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Gauff showcases new serve in first-round masterclass

  • Gill Tan

As reigning US Open champion Coco Gauff pursues a maiden Australian Open title, her ability to stay loose under pressure may prove to be a literal game changer.

The fourth seed sealed a 6-3 6-0 first-round win over Anna Karolina Schmiedlova, a decade her senior, at Rod Laver Arena on Monday.

DRAW: Australian Open 2024 women's singles

The 60-minute battle between the American 19-year-old and her Slovakian rival featured six early breaks of serve until Gauff steadied. 

“When I was nervous at three-all, I just told myself ‘I feel good, I look good, so just have fun’,” Gauff said with a smile. “That was able to relax me a little bit - that’s why I play tennis, to have fun, so I remind myself.”

“Australia’s truly the happy slam, so I needed to just be happy on the court,” said Gauff. That attitude change was reflected in her tennis almost instantly.

“I was playing really passive,” acknowledged the right-hander. “I was able to just calm down and then play good, not my best, but good tennis from that point…I was just playing much deeper and much freer.”

On court, the American has been brandishing a new service motion that came to fruition after two days of work with Andy Roddick, who she described as being one of the best servers in history.

As she stepped up to serve at 5-3 in the opening set, coach Brad Gilbert called out to his charge “Be aggressive on the serve now, Coco”. Taking that advice to heart, Gauff clocked her fastest serve of the match at 198 km/h on her way to clinching seven consecutive games, and victory.

“I found my serve towards the end [of the first] and in the second set,” said Gauff, who won 100% of first serve points in the second set. Her dominance limited Schmiedlova to just five total points in the second set, including just two unforced errors off Gauff’s racquet.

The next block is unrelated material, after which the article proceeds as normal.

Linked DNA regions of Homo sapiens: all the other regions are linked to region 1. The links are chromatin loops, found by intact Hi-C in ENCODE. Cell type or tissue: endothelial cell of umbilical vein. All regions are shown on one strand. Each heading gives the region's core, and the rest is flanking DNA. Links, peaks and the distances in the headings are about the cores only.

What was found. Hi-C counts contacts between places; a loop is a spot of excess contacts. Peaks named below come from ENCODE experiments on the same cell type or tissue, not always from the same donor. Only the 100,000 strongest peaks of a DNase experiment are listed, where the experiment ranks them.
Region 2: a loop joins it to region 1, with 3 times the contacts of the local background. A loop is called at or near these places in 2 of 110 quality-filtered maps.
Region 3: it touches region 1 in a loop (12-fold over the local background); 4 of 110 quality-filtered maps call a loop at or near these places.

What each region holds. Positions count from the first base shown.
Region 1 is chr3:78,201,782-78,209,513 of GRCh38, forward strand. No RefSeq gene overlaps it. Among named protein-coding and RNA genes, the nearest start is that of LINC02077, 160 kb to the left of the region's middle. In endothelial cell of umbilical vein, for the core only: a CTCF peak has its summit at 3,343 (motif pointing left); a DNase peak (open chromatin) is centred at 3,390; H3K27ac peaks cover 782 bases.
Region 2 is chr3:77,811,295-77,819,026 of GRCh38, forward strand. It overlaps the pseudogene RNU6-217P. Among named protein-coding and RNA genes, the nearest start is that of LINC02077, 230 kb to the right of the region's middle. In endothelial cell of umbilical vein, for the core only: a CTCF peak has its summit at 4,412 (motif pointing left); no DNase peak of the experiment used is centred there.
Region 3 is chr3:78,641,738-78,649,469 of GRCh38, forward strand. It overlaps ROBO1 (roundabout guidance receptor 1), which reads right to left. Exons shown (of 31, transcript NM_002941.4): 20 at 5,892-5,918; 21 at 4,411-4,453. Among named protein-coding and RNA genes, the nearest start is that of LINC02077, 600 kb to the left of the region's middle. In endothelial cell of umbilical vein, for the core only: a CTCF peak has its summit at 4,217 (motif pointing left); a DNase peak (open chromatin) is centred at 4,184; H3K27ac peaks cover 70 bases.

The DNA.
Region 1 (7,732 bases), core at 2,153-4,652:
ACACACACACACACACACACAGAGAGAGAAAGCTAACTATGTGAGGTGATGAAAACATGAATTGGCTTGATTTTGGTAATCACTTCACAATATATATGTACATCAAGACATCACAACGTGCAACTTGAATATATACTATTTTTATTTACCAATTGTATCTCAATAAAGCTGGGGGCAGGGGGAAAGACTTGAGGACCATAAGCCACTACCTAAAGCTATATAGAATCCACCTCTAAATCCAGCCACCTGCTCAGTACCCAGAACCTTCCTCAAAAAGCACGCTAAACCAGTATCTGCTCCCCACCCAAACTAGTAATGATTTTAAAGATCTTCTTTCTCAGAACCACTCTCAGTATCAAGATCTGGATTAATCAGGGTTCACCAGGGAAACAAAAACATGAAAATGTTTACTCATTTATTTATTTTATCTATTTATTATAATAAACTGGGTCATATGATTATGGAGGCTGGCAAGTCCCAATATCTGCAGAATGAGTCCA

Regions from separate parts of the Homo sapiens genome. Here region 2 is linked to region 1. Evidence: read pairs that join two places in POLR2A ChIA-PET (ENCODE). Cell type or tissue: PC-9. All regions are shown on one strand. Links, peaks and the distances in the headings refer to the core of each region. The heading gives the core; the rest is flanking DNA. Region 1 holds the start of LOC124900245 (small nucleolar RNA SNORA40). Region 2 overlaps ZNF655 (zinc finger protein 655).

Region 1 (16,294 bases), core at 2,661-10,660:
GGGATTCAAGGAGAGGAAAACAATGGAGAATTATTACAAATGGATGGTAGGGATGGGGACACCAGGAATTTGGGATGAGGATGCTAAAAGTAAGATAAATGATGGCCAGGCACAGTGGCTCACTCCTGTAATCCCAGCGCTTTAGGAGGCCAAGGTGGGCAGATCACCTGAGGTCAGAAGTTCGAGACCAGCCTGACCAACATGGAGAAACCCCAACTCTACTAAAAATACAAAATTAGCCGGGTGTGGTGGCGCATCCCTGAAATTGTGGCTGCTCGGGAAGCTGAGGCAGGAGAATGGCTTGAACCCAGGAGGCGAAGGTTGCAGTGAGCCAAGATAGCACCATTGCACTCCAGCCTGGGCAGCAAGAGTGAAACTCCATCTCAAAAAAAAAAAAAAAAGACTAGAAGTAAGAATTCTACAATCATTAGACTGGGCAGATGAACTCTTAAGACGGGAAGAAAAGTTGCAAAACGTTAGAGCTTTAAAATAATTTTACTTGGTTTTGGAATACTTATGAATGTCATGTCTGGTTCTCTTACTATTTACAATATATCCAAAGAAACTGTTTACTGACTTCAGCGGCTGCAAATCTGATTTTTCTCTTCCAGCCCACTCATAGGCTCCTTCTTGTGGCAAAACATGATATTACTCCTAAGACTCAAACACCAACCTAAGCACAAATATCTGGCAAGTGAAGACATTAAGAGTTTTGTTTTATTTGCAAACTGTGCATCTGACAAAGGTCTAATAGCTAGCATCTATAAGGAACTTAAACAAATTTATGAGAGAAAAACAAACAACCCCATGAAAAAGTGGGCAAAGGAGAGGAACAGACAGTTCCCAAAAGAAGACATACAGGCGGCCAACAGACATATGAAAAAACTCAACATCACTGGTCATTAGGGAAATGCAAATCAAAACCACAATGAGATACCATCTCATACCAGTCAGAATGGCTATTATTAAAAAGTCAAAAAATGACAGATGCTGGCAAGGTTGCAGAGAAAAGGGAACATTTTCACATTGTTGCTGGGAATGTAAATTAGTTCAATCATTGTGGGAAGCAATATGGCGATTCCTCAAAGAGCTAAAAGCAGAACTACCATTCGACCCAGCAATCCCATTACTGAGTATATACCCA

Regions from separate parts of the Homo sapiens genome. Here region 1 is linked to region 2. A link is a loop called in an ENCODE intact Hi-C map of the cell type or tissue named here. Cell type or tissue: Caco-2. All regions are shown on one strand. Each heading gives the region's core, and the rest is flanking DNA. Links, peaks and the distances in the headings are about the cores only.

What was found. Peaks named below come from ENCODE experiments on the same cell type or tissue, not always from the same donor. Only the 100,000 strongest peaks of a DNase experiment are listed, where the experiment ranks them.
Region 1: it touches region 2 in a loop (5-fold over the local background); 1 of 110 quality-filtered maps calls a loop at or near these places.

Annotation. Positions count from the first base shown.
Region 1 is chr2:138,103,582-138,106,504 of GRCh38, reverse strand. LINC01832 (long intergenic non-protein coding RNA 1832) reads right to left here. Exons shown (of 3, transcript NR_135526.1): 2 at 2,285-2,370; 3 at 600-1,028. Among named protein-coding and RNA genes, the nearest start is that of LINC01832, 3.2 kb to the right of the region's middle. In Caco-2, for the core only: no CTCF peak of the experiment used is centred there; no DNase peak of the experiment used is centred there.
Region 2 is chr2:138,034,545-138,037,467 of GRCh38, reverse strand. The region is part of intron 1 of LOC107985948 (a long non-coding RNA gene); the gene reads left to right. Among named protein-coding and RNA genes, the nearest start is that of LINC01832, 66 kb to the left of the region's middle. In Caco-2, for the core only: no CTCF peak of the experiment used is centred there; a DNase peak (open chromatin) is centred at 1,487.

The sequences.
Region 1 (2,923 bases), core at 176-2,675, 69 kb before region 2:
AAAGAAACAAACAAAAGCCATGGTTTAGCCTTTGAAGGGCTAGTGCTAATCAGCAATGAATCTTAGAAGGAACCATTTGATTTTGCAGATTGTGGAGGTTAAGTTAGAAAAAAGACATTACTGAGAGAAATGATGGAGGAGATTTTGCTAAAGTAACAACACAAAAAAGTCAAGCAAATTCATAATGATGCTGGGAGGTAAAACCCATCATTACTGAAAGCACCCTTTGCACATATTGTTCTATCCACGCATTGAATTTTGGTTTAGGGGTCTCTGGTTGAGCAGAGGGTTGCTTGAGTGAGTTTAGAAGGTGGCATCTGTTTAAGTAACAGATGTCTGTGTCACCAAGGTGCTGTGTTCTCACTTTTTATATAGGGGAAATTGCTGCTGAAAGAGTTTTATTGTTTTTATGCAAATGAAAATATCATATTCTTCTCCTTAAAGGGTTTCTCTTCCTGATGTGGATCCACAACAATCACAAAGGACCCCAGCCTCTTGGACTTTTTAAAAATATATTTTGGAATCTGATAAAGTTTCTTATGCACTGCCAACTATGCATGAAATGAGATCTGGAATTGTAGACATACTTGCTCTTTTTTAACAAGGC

To achieve more consistency, Gauff now starts her ball toss higher. “My serve is something that when it's on, it's a really big weapon and can get me out of some situations,” said the world No.4, who travelled to Charlotte, North Carolina after Roddick volunteered to help her.

“It was a great two days. [He] really helped things out, simplified Coco’s motion, abbreviated a little bit,” Gilbert said while commentating on ESPN on Sunday night.

“I don't think I could have gotten anybody else better to help me,” Gauff said. “I think that my serve has improved. I think I just need to continue to trust it and trust all the work that I did in the off-season…I want to become a more aggressive server.”

The 19-year-old, who has never made it past the fourth round at Melbourne Park, hopes to add “multiple” Grand Slams to her resume, including one this fortnight.

Her task in the second round is to navigate past countrywoman Caroline Dolehide, the world No.42 over whom she holds a 1-0 head-to-head lead.

Expect Gauff to steel herself, even if that match goes awry.

“The biggest thing I've learned is that tennis is, more than anything, a mental game,” Gauff said before the tournament. “I know the value and the power of the mind.”

After her surprise first round loss at Wimbledon last year to AO 2020 champion Sofia Kenin, Gauff approached each battle with a new outlook.

“I realised that losing isn't all that bad, and that I should just focus on the battle and the process and enjoy it. When it's five-all in the third set, enjoy that battle instead of thinking, 'What if I lose?'”

“Even when I feel like I'm not playing great, your mind can change things… that was the biggest thing I learned, trying to stay mentally focused on every point, every match, and just being positive,” she said. “I found myself being able to play freer and trust myself more.”

Unwavering support from her siblings and parents arms Gauff with added conviction.

“When I always remind myself about those relationships, I'm able to just play freer and know that I have people who love me regardless of how I do,” she said.